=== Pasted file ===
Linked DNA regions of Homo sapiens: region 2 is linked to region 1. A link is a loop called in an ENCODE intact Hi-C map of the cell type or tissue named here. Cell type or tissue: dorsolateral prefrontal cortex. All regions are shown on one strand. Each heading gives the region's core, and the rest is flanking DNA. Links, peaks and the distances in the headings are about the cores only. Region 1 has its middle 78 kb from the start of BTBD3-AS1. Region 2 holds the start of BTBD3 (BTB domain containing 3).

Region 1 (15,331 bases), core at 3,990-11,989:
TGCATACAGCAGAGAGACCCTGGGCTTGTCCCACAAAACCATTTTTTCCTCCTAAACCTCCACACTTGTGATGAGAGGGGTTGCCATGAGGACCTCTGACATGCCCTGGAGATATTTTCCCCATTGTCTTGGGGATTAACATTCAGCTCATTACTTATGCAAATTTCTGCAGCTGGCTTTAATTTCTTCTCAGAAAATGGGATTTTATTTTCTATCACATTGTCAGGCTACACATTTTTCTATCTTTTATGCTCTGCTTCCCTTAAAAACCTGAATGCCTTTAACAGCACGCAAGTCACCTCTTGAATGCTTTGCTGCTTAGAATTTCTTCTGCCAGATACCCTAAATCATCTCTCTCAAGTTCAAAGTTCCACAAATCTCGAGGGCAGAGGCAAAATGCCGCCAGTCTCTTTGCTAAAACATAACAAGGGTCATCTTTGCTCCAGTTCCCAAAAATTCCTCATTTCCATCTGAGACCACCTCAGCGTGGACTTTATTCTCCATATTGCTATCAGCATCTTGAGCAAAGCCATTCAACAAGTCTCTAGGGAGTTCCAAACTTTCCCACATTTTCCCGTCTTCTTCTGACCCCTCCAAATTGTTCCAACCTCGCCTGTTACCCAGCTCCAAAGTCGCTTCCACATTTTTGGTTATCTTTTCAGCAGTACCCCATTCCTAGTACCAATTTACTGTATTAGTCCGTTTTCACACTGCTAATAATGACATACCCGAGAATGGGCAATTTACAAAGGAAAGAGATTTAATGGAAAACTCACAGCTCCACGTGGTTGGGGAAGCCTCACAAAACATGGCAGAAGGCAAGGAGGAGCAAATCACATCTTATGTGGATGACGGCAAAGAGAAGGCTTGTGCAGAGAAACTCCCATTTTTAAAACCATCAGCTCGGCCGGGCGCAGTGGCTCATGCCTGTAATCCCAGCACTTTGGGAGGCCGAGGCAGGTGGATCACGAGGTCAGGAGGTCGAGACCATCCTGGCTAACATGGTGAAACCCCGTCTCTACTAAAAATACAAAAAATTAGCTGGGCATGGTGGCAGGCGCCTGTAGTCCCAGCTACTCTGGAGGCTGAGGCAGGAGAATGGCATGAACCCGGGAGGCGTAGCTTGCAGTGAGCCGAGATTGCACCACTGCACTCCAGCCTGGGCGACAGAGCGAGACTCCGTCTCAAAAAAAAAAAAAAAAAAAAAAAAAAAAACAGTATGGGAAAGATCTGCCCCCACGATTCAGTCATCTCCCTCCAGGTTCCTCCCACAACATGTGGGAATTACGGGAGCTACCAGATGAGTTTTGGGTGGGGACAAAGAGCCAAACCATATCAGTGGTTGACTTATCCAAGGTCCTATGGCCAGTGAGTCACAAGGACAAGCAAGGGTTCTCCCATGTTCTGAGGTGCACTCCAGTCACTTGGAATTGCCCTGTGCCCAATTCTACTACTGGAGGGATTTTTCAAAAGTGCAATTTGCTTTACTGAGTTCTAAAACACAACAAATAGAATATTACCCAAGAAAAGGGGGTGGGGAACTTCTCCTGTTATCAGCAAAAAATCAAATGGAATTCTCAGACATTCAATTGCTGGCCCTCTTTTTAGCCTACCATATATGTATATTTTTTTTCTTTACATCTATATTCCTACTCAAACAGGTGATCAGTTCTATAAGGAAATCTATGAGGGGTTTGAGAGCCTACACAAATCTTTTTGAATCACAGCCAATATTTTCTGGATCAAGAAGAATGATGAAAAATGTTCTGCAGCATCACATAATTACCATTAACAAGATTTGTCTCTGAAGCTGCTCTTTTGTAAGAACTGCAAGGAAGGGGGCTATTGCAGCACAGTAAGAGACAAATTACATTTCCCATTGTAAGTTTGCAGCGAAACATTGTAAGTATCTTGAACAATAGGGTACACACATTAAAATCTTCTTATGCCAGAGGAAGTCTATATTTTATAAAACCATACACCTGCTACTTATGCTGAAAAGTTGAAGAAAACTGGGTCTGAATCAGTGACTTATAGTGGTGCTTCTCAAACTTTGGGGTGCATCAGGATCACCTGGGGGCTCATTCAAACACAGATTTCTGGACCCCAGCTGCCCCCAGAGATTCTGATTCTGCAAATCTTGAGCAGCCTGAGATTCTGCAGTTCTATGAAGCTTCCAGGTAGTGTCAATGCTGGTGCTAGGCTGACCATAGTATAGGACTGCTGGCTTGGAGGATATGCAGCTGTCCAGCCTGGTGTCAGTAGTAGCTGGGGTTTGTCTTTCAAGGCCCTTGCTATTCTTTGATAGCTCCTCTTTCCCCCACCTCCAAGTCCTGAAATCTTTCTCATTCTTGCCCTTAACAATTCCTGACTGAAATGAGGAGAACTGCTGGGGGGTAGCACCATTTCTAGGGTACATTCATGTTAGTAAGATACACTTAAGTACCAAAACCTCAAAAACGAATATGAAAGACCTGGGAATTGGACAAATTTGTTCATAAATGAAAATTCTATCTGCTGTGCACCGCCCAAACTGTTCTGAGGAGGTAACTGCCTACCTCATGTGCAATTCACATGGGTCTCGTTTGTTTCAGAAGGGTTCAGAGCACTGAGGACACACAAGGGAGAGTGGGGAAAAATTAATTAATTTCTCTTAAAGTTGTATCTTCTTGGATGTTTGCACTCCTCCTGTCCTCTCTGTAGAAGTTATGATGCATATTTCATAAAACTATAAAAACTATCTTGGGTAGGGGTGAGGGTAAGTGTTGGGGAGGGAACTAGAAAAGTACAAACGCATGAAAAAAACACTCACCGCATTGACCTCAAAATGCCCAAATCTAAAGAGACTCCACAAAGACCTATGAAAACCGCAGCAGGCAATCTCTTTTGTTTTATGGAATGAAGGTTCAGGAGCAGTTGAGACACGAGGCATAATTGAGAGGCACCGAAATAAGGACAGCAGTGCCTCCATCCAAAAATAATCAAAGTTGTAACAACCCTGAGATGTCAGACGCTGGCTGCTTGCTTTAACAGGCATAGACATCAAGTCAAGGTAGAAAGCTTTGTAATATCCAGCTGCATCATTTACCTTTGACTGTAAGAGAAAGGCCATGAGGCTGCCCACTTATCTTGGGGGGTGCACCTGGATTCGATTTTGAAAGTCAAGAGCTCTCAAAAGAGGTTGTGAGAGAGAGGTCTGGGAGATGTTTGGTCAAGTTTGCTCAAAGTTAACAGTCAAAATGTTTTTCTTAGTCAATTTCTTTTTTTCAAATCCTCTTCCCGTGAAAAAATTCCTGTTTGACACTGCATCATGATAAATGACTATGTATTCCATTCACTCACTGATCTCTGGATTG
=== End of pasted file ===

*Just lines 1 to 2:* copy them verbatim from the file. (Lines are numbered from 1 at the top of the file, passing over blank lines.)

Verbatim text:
Linked DNA regions of Homo sapiens: region 2 is linked to region 1. A link is a loop called in an ENCODE intact Hi-C map of the cell type or tissue named here. Cell type or tissue: dorsolateral prefrontal cortex. All regions are shown on one strand. Each heading gives the region's core, and the rest is flanking DNA. Links, peaks and the distances in the headings are about the cores only. Region 1 has its middle 78 kb from the start of BTBD3-AS1. Region 2 holds the start of BTBD3 (BTB domain containing 3).

Region 1 (15,331 bases), core at 3,990-11,989: